|Jon Rauch: The one|
rated Twins free agent
reliever who didn't
find a multi-year deal.
It is an article of faith in the "real" baseball world that the ninth inning is different from the others, and it is equally an article of faith in the sabermetric world that saves are overrated. I see truth in both positions, and lean more to the sabermetric view -- but in the real world, the designated closer has driven the closer by committee to virtual extinction. Managers prefer, for a variety of reasons, to run their bullpens around the save, and that makes the stat overvalued.
Where Nelson (and he's not alone in this error) goes wrong in his rant is in assessing the alternatives. From his post:
Phil Mackey astutely pointed out that the team could have kept two of its other departed relievers by not tendering Capps a contract ...
Basic math problem. Seven million dollars is not $12 million, which is what Matt Guerrier signed for, and what Jesse Crain signed for. Seven million dollars is not $10 million, which is was Brian Fuentes got. It is more than Jon Rauch's $3.75 million, but there is no math that makes the free agent contracts any two of those four add up to less than Capps' deal, even on a one-year basis.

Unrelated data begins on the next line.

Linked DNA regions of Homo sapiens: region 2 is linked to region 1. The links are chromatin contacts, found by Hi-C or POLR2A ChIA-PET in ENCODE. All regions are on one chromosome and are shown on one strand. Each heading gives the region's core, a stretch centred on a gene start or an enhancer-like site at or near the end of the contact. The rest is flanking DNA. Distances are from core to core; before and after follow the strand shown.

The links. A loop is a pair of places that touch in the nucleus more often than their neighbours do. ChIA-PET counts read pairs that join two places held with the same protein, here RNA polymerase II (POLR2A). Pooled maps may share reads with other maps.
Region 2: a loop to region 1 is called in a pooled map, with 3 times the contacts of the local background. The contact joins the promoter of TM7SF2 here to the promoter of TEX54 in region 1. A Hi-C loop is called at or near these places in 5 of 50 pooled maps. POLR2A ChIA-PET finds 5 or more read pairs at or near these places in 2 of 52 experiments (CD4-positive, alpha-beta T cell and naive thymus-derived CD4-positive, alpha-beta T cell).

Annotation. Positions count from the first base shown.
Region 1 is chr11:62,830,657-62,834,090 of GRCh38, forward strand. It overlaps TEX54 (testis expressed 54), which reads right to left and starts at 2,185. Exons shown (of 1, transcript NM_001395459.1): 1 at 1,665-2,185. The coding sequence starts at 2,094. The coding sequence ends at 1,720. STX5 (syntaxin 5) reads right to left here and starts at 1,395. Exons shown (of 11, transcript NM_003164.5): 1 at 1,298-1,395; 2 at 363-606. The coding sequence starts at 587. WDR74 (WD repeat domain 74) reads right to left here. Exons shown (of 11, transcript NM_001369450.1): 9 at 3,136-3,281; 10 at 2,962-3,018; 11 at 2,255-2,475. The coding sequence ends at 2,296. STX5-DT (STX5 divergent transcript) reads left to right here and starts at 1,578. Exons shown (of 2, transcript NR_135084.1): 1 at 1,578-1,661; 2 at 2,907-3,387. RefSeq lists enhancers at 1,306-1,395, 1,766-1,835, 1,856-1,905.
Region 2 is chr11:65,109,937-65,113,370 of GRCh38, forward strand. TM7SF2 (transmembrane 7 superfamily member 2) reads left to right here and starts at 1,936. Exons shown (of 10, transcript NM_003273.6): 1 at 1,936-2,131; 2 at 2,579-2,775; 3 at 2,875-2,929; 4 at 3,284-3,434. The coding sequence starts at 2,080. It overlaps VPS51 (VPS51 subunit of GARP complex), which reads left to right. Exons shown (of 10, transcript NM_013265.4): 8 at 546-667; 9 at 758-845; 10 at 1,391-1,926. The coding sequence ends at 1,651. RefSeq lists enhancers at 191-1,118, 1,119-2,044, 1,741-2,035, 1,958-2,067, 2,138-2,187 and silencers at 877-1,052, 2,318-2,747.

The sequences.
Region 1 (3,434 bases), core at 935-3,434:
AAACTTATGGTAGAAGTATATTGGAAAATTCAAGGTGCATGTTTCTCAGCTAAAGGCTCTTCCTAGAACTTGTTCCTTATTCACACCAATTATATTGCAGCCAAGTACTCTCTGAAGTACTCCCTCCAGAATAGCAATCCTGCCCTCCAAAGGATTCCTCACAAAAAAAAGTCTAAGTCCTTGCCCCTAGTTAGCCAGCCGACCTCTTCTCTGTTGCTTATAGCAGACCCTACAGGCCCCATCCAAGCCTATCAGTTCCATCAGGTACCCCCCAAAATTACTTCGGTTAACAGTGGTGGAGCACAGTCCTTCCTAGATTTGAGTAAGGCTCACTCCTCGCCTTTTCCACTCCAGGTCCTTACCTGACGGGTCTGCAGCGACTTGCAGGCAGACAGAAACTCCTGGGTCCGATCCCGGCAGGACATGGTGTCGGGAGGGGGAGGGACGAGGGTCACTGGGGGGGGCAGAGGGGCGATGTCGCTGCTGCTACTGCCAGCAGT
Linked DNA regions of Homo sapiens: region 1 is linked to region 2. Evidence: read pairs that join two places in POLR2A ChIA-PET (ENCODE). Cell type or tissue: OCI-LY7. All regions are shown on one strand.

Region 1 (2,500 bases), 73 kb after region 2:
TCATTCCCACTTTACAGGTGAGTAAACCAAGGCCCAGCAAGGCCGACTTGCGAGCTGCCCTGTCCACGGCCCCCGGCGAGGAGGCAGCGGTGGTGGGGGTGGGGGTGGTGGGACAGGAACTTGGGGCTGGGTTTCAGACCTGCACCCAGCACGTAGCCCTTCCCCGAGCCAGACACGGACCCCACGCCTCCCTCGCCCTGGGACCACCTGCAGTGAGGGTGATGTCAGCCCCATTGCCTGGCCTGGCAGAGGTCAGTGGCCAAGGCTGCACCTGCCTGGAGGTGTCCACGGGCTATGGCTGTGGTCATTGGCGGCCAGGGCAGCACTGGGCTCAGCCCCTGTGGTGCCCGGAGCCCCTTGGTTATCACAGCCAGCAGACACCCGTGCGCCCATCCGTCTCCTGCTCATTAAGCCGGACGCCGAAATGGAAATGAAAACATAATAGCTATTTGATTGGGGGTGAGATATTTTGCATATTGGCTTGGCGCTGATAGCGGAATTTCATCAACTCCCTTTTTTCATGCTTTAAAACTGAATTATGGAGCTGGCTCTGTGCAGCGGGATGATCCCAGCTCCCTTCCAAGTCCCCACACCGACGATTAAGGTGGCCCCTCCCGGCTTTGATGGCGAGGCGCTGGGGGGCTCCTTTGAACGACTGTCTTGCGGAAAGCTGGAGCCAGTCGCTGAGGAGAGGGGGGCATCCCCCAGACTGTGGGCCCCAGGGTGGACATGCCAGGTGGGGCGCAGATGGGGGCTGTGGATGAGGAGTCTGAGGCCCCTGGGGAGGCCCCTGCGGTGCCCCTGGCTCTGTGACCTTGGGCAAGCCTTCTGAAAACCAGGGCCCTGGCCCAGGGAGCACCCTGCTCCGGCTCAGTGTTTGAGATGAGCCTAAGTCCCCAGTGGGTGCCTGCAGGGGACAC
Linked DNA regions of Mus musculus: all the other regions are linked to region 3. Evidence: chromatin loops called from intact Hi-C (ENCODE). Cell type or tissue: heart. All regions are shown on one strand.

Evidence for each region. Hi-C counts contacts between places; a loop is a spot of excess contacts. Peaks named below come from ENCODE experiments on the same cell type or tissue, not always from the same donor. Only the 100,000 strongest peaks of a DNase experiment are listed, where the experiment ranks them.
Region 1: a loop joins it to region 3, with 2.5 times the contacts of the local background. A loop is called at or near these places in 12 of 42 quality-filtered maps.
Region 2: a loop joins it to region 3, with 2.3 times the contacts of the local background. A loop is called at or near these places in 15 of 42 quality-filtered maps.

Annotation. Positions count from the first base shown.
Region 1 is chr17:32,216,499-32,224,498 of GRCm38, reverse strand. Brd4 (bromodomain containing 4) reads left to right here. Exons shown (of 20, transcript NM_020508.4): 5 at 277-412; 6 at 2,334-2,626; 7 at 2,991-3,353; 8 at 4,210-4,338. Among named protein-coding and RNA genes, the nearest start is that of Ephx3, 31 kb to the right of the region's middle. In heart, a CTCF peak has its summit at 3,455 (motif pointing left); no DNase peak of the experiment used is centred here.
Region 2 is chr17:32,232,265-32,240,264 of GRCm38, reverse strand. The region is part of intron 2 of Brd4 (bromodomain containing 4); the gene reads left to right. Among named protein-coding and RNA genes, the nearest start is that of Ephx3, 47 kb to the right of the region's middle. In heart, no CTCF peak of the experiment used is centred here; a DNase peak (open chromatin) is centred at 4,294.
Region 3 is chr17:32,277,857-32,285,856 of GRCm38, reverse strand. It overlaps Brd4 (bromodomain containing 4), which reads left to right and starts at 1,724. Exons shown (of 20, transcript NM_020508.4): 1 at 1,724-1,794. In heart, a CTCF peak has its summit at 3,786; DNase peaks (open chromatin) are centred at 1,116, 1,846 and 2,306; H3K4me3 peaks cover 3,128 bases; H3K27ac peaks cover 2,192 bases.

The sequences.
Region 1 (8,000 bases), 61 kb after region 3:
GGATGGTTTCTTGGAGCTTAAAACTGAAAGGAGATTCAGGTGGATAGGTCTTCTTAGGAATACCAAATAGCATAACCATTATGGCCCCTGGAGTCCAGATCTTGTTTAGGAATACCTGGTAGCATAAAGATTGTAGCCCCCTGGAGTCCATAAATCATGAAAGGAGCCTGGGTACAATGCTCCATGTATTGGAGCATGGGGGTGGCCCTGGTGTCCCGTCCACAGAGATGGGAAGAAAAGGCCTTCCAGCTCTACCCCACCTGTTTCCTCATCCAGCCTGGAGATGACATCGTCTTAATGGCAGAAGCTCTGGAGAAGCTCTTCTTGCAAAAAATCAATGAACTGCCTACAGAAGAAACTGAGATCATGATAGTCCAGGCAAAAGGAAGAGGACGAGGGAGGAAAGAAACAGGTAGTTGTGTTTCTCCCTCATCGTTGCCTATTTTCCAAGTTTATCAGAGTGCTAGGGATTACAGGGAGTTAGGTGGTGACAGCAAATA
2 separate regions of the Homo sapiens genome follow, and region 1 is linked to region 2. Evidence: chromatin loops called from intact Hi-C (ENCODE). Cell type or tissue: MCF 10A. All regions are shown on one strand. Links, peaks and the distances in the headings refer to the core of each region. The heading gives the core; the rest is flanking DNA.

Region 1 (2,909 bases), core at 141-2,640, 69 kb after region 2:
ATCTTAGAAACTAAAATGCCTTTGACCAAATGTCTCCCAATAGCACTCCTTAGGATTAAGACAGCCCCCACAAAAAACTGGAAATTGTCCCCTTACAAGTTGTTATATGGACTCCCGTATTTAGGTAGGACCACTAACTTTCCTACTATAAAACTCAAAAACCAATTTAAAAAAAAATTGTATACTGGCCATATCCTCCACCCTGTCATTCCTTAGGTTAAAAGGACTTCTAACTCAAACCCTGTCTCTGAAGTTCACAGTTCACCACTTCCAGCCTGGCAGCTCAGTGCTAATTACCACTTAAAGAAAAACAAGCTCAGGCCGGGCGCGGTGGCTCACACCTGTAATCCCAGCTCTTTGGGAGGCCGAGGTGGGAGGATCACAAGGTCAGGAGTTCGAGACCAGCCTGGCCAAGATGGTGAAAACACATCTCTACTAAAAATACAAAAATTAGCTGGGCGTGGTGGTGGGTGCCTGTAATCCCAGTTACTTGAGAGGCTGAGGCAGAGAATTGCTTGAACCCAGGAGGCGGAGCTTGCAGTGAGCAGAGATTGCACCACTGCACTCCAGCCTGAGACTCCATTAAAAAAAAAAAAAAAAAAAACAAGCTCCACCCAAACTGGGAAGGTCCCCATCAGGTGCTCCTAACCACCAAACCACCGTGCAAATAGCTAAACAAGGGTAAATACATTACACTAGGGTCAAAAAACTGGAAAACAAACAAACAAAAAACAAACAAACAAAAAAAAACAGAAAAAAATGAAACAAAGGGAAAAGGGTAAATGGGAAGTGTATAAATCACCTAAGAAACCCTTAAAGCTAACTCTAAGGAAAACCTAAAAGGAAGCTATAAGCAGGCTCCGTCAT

On a one-year basis, it's close, but that's irrelevant. The market deemed Guerrier, Crain and Fuentes worthy of multiple years, and the Twins were never going to ink any of them to one-year deals. The Twins let other teams take the gamble of paying them into their mid 30s (in Fuentes' case, beyond).
Letting the four free agents go was probably wise and certainly justifiable. Keeping Capps is a bit more dicey, but it's hardly the insanity Nelson calls it.